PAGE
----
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NCJ Number: 166503 Find in a Library
Title: Ethics, Ethos and Law Enforcement
Journal: Police Chief  Volume:63  Issue:10  Dated:(October 1996)  Pages:24-37
Author(s): C Dobbs; M W Field
Date Published: 1996
Page Count: 14
Type: Issue Overview
Format: Article
Language: English
Country: United States of America
Annotation: This article seeks to determine whether there is a character or ethos of law enforcement, what the rules are that govern law enforcement conduct and whether they are closely defined and universally espoused as they are in other professions.
Abstract: The ethos of law enforcement is the ethos or character of its leaders and of its officers collectively engaged in the practice of law enforcement, which is inherently tied to a variety of values delineated in the Constitution, Bill of Rights, and case law. Persistence, courage, and unflappability in the face of setbacks are desirable instrumental virtues, and tolerance and tact are desirable diplomatic virtues. Many of those virtues fall under the broad heading of objectivity and care. Objectivity in the context of law enforcement connotes disinterest not lack of interest and care involves challenging people to be the best they can be, telling them what they need to hear, rather than what they want to hear. By making objectivity and care very explicit in its code of ethics, the law enforcement profession can more clearly recognize its ethical dimension, and more vigorously and unambiguously address the ethical issues that the increasingly diverse future holds in store. Endnotes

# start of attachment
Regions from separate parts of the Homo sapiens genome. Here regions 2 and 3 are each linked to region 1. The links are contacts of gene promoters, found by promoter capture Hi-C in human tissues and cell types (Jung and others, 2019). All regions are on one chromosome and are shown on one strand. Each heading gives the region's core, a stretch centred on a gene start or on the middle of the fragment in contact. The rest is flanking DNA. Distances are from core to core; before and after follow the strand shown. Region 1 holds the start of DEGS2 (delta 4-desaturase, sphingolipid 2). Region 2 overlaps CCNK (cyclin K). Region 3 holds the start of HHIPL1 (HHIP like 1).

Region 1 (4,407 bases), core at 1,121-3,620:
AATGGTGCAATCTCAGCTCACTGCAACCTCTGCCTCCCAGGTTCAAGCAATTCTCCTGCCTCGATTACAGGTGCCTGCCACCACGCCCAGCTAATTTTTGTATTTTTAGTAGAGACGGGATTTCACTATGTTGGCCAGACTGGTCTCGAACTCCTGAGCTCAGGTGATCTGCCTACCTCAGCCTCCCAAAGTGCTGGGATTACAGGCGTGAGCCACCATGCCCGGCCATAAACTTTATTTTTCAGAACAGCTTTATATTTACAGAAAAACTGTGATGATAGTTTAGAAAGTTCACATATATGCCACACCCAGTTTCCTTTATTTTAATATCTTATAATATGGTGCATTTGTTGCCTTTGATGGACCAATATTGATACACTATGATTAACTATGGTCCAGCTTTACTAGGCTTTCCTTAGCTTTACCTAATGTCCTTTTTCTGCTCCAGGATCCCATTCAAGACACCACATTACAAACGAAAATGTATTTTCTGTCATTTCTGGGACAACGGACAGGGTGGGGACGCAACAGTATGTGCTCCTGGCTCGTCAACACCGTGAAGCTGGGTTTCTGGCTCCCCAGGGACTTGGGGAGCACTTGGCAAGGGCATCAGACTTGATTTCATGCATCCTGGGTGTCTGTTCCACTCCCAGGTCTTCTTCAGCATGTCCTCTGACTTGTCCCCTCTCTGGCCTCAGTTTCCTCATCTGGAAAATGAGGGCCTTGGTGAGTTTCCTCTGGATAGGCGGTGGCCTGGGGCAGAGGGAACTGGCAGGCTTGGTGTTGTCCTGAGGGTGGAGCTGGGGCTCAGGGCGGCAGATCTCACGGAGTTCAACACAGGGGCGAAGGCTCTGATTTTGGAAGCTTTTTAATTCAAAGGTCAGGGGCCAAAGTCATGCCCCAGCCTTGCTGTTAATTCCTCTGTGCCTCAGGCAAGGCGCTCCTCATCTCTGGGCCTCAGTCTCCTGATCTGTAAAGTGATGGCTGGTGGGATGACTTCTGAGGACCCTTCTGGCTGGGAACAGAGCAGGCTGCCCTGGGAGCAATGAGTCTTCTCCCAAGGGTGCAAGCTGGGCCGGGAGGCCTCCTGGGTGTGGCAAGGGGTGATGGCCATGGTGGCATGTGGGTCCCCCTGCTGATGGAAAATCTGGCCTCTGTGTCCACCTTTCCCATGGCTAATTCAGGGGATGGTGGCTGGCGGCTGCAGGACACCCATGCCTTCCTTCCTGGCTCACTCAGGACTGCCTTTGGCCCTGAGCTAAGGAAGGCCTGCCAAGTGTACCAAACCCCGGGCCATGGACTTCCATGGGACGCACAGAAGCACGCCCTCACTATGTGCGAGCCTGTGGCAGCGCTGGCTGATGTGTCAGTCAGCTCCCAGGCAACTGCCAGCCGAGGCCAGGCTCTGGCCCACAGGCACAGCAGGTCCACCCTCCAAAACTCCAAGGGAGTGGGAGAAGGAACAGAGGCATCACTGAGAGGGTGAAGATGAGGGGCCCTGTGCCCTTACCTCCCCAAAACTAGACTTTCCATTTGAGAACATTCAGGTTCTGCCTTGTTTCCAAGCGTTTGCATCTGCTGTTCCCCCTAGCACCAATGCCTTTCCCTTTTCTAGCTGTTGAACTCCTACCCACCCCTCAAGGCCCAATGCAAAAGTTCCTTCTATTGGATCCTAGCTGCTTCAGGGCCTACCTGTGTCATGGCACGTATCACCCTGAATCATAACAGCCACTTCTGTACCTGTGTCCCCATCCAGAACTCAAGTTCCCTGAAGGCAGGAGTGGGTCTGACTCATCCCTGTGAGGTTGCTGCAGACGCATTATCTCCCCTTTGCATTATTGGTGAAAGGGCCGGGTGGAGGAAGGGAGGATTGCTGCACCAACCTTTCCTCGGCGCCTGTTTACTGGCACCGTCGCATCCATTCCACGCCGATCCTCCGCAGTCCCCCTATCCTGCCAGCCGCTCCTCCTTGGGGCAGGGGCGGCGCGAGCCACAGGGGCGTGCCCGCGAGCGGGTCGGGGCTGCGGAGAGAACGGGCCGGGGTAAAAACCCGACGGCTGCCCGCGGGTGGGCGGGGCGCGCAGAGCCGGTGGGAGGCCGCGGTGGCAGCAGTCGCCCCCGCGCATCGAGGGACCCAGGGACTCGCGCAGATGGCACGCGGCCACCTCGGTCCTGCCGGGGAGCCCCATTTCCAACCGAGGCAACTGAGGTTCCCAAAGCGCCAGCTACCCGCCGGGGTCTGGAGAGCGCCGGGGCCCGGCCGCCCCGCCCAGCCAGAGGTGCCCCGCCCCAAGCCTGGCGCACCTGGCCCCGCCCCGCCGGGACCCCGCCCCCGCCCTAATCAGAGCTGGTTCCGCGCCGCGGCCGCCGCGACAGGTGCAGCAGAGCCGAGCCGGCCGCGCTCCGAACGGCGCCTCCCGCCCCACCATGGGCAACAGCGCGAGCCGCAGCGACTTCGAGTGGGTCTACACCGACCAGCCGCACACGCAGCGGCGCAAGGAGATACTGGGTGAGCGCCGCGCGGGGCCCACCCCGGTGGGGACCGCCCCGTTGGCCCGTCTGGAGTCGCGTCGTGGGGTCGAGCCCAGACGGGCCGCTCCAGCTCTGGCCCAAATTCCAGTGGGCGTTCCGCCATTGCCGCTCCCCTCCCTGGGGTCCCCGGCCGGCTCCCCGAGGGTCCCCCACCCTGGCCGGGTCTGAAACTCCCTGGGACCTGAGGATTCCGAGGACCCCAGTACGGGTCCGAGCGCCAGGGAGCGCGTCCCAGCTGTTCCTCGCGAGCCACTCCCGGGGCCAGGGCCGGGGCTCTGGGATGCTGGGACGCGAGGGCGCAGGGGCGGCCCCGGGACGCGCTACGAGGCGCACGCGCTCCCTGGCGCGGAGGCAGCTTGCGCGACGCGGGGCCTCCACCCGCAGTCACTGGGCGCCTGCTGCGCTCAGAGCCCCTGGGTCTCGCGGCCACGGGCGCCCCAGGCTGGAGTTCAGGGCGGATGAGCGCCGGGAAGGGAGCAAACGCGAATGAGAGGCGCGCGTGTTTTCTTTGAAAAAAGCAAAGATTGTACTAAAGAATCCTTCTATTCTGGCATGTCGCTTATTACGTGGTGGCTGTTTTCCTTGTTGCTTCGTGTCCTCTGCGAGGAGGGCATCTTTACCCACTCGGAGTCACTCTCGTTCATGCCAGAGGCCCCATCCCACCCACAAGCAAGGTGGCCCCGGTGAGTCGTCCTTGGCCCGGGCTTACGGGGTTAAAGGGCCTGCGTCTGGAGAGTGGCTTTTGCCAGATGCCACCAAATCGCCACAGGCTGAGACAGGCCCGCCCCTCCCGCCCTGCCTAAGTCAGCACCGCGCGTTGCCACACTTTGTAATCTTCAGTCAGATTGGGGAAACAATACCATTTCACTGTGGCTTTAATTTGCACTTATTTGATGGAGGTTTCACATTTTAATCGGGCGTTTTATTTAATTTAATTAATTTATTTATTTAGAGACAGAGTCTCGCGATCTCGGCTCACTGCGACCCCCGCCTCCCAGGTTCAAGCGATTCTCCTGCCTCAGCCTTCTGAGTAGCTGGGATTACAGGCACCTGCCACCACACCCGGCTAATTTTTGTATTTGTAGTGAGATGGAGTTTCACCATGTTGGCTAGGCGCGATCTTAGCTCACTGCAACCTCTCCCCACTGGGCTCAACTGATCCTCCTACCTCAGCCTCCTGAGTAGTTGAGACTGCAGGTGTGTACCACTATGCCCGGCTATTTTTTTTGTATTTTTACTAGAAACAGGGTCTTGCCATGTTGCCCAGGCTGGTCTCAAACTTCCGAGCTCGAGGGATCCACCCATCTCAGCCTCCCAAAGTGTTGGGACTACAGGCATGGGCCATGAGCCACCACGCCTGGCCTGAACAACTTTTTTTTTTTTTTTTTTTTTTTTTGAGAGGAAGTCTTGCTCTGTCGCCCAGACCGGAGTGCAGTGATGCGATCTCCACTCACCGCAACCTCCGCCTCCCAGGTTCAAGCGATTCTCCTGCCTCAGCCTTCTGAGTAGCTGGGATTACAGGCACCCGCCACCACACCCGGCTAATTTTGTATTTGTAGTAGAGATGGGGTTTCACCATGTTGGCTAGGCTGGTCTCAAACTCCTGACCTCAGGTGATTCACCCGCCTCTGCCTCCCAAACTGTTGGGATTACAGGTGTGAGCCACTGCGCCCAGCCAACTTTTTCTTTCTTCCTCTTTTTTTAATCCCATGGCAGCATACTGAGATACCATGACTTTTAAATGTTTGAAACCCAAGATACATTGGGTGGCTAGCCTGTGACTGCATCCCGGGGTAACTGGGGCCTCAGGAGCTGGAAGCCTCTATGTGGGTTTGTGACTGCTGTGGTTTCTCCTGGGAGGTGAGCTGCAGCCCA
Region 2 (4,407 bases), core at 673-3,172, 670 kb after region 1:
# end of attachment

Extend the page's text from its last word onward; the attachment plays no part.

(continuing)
Main Term(s): Police
Index Term(s): Behavior; Code of ethics; Criminology; Future of policing; Police attitudes; Police command and control; Police internal affairs; Police professionalism; Police work attitudes; Professional conduct and ethics; Psychology of law enforcement
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